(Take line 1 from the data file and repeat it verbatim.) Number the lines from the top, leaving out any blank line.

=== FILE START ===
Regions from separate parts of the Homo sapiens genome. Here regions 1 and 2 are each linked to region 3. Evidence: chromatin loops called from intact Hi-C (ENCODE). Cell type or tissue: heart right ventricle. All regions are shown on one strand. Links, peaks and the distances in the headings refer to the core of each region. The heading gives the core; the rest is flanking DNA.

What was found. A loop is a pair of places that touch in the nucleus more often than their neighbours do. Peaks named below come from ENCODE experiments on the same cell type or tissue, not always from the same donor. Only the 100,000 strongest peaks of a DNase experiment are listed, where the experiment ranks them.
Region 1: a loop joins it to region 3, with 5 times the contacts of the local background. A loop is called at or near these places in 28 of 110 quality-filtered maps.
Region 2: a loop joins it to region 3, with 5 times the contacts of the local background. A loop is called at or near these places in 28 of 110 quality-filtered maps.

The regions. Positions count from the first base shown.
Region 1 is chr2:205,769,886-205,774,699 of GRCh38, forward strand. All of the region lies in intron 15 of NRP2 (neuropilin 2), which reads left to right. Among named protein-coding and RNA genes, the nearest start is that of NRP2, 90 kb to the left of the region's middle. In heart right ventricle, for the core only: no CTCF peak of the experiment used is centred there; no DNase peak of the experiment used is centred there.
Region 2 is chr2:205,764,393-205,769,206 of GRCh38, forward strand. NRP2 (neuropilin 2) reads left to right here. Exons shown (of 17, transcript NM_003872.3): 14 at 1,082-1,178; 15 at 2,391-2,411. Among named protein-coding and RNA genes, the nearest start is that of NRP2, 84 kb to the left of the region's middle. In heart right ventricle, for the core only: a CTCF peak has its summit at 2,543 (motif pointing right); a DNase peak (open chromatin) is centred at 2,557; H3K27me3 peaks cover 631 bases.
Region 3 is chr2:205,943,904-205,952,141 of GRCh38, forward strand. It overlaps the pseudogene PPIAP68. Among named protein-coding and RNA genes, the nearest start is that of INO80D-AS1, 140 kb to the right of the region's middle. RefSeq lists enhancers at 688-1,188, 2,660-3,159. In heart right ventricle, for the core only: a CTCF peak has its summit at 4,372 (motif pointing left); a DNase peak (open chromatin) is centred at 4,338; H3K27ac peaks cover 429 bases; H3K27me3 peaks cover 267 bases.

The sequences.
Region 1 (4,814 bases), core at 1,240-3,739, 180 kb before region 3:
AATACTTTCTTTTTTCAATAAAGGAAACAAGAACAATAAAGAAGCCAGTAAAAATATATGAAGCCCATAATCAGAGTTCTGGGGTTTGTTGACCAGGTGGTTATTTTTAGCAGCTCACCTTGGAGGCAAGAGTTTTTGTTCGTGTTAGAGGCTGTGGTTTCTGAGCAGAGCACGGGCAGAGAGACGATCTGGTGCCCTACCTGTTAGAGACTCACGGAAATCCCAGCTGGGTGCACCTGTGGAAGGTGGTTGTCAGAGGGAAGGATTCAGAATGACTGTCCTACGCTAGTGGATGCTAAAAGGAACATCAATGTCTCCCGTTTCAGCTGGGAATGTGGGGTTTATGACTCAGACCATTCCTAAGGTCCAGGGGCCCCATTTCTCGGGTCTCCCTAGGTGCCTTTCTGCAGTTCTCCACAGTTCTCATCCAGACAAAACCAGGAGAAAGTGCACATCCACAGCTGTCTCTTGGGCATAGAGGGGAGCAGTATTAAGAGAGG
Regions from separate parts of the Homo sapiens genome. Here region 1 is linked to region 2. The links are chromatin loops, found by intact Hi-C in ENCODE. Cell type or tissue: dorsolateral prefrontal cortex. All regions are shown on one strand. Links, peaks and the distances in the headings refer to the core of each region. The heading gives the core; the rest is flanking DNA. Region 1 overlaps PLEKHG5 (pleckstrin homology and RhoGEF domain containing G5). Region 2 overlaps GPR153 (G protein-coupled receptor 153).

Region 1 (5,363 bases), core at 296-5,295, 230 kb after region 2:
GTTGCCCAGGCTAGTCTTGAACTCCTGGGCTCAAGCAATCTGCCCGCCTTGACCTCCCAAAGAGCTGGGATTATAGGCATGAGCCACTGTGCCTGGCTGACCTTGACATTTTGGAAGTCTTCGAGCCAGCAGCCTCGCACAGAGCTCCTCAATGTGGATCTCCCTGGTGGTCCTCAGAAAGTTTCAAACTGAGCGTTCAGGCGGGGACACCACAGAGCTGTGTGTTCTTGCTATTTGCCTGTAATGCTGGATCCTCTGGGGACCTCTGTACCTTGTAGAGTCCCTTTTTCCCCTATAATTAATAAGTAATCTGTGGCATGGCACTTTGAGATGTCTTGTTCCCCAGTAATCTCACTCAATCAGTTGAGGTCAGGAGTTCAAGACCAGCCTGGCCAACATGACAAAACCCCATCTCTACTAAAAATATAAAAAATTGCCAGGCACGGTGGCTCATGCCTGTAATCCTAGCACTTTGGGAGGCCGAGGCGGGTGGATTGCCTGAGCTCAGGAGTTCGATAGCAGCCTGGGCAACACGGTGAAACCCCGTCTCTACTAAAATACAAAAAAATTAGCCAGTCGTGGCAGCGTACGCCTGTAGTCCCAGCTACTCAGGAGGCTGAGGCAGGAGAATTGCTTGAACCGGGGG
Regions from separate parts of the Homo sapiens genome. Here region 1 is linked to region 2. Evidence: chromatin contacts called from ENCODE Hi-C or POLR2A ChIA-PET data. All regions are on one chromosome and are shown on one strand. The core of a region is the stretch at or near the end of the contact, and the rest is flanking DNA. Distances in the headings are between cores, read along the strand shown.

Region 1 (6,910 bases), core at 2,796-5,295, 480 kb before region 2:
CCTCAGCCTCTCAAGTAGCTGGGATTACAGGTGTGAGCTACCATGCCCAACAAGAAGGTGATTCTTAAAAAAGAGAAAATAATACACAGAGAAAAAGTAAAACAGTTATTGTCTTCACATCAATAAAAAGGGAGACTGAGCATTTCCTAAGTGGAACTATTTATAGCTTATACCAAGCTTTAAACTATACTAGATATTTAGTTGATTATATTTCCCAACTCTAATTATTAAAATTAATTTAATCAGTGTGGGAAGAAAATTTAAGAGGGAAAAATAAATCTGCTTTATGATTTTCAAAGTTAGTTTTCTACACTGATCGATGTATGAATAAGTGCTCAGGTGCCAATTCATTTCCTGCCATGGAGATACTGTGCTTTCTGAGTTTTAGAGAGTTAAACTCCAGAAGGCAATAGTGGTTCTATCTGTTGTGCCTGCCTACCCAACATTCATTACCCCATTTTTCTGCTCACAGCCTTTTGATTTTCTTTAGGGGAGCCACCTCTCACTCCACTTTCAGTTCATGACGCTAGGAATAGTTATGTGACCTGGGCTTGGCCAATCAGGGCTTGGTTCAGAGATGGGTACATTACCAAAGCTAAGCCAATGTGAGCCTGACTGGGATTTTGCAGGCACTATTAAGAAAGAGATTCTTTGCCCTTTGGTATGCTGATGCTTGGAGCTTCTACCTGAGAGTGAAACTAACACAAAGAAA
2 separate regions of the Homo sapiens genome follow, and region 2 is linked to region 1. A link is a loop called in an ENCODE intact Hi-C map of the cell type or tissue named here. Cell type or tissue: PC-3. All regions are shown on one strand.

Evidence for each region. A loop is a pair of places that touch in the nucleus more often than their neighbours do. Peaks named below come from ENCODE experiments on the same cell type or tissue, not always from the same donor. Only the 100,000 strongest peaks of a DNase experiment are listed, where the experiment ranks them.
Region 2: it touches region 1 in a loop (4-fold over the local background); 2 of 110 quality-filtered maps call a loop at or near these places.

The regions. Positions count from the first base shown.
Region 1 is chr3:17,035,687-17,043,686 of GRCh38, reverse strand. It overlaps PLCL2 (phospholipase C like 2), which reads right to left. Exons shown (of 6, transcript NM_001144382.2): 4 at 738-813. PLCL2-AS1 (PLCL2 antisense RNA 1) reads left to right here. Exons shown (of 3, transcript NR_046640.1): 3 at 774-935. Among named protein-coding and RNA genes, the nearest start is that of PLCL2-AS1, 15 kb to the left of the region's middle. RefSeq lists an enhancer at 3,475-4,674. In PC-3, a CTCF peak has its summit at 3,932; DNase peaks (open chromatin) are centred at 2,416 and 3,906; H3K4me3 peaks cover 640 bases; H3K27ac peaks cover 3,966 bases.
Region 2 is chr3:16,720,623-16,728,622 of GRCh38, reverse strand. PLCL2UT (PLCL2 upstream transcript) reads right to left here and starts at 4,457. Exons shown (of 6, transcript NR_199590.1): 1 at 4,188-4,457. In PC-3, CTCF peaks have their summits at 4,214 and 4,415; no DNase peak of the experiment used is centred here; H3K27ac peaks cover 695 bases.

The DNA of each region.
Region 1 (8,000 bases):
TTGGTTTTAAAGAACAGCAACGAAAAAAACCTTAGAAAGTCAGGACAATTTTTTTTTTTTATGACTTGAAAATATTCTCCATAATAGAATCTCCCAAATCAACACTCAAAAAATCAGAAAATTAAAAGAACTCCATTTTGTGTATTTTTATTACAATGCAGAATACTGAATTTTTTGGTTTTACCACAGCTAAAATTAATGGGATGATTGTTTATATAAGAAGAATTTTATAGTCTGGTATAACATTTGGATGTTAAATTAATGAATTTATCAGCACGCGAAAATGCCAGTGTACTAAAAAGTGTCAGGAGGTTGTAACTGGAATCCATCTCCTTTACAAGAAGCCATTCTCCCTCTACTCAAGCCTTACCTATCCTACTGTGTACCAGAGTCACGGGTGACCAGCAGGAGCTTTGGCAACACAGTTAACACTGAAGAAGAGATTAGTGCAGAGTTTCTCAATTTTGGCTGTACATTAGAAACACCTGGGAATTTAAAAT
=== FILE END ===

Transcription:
Regions from separate parts of the Homo sapiens genome. Here regions 1 and 2 are each linked to region 3. Evidence: chromatin loops called from intact Hi-C (ENCODE). Cell type or tissue: heart right ventricle. All regions are shown on one strand. Links, peaks and the distances in the headings refer to the core of each region. The heading gives the core; the rest is flanking DNA.